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Virus Sends Oil Shipping Rates To Asia To Lowest Since September

Charter rates for supertankers on key shipping routes from the United States and the Middle East to Asia have dipped to their lowest levels since the middle of September, because the coronavirus outbreak has started impacting oil demand in the world’s top oil importer, China, ship brokers tell Reuters.

The cost of chartering supertankers on routes to the main Asian and Chinese import hubs has now slumped to levels last seen before the U.S. slapped sanctions in September on several Chinese tanker owners for shipping Iranian oil, including units of Cosco, the ship brokers told Reuters.    

After the sanctions on Cosco, the cost of chartering supertankers to carry crude oil from the Middle East to Asia soared by double digits overnight.

On Friday, the U.S. partially lifted some of the sanctions on Cosco.  

Now the freight rates for supertankers, the so-called very large crude carriers (VLCCs), are down to their lowest since the middle of September 2019 as Chinese refiners grapple with weakening fuel demand at home and elsewhere in Asia.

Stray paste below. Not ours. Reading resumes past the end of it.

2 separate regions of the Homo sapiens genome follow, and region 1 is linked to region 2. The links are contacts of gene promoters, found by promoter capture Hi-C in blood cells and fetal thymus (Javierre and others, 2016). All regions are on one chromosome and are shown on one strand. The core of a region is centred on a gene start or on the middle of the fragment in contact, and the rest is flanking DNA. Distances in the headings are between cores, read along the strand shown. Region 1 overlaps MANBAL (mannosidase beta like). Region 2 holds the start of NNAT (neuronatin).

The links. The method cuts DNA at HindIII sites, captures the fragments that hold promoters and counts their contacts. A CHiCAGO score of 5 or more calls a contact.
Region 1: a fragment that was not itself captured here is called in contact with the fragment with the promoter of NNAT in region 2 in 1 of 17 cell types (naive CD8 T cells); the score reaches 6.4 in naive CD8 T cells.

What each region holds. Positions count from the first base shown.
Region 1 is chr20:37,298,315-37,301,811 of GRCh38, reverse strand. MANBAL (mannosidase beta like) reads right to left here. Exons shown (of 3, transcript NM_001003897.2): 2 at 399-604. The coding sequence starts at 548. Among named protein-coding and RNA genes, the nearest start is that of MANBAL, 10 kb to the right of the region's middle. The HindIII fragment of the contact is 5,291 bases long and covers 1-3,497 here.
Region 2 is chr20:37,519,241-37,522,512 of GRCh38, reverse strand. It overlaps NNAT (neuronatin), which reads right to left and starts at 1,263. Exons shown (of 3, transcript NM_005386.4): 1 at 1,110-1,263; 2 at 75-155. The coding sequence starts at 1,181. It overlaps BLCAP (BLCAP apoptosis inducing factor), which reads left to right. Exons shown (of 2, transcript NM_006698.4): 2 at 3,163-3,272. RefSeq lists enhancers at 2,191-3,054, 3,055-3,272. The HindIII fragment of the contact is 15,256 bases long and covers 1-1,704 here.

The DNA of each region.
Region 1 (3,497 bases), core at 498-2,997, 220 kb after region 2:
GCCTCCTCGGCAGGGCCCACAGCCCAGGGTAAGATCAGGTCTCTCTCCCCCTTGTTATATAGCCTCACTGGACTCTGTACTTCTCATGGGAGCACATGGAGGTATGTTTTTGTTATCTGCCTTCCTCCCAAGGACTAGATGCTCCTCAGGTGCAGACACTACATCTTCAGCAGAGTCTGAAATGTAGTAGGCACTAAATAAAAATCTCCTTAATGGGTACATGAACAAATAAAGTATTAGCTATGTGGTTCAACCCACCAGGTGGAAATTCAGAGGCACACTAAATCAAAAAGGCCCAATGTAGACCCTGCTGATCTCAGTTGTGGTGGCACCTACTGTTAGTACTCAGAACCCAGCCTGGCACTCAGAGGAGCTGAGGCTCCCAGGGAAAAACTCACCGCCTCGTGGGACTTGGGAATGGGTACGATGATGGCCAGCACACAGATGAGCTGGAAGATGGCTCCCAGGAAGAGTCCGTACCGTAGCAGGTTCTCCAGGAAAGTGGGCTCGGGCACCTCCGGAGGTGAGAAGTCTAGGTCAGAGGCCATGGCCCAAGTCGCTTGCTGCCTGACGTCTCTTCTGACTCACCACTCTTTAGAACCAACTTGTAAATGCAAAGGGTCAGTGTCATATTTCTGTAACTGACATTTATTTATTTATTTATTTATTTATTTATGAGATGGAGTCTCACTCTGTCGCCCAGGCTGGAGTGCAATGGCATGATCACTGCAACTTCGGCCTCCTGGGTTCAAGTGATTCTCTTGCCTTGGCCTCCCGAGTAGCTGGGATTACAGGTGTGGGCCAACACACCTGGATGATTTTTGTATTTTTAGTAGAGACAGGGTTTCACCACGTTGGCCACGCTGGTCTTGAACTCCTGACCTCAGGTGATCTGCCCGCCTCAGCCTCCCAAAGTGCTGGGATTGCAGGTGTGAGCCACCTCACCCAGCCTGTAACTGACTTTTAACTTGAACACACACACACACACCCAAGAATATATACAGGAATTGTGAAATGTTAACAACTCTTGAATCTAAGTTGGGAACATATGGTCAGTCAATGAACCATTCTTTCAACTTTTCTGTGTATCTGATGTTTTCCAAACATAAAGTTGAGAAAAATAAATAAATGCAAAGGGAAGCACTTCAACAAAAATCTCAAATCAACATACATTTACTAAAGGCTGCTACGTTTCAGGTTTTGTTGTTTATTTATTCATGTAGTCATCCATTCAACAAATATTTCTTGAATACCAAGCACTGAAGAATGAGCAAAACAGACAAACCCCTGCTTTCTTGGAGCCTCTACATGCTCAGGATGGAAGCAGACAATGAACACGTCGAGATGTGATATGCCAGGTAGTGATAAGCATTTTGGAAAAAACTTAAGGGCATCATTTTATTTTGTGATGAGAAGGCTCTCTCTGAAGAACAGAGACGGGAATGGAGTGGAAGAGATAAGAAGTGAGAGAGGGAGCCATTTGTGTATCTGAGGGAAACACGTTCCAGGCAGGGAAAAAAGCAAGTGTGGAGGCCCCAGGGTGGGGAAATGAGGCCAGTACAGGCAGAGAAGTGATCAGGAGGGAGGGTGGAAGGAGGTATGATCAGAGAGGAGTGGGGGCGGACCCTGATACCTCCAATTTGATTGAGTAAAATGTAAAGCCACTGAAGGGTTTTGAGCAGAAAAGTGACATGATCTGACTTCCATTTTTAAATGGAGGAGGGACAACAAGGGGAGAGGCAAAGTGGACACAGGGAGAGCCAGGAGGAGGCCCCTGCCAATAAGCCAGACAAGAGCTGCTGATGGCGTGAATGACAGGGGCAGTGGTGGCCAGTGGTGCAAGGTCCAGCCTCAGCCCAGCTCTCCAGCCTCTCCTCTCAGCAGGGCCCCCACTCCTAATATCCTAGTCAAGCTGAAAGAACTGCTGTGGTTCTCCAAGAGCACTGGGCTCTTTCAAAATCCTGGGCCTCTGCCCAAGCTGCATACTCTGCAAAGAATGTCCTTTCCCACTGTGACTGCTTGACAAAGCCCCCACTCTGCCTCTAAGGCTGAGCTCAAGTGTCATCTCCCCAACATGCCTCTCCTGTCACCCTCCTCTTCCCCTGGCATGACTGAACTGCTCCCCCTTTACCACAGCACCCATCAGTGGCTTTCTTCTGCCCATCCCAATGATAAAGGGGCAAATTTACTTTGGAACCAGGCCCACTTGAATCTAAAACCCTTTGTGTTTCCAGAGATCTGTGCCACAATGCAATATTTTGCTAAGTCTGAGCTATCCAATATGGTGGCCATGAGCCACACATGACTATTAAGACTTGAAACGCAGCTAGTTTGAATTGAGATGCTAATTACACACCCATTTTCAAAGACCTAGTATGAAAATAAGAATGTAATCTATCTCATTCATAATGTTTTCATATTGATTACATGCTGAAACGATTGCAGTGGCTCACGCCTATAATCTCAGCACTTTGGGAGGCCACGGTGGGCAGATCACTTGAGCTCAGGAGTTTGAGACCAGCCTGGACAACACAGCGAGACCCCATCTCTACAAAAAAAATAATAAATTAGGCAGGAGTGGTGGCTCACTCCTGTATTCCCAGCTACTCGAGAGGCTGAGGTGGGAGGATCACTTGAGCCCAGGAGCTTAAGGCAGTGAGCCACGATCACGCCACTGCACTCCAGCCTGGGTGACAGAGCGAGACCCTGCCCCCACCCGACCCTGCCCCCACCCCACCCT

Demand for jet fuel, gasoline, and diesel is likely to be suppressed in the coming weeks as airlines are canceling thousands of flights to and from China, and Chinese authorities are discouraging or outright banning travel in the areas most affected by the virus.

The flow of oil traveling from Latin America to China has stopped in the wake of the coronavirus outbreak, with no oil making its way from Brazil or Colombia to China in more than a week, Bloomberg reported last week.

Sinopec, the largest oil refiner in Asia, is cutting its refinery production by 600,000 bpd in February, due to decreased fuel demand amid the outbreak, while independent Chinese refiners have already cut run rates by as much as 30-50 percent and now operate at less than half of their refining capacity, sources familiar with the plans told Reuters on Monday.


By Tsvetana Paraskova for Oilprice.com

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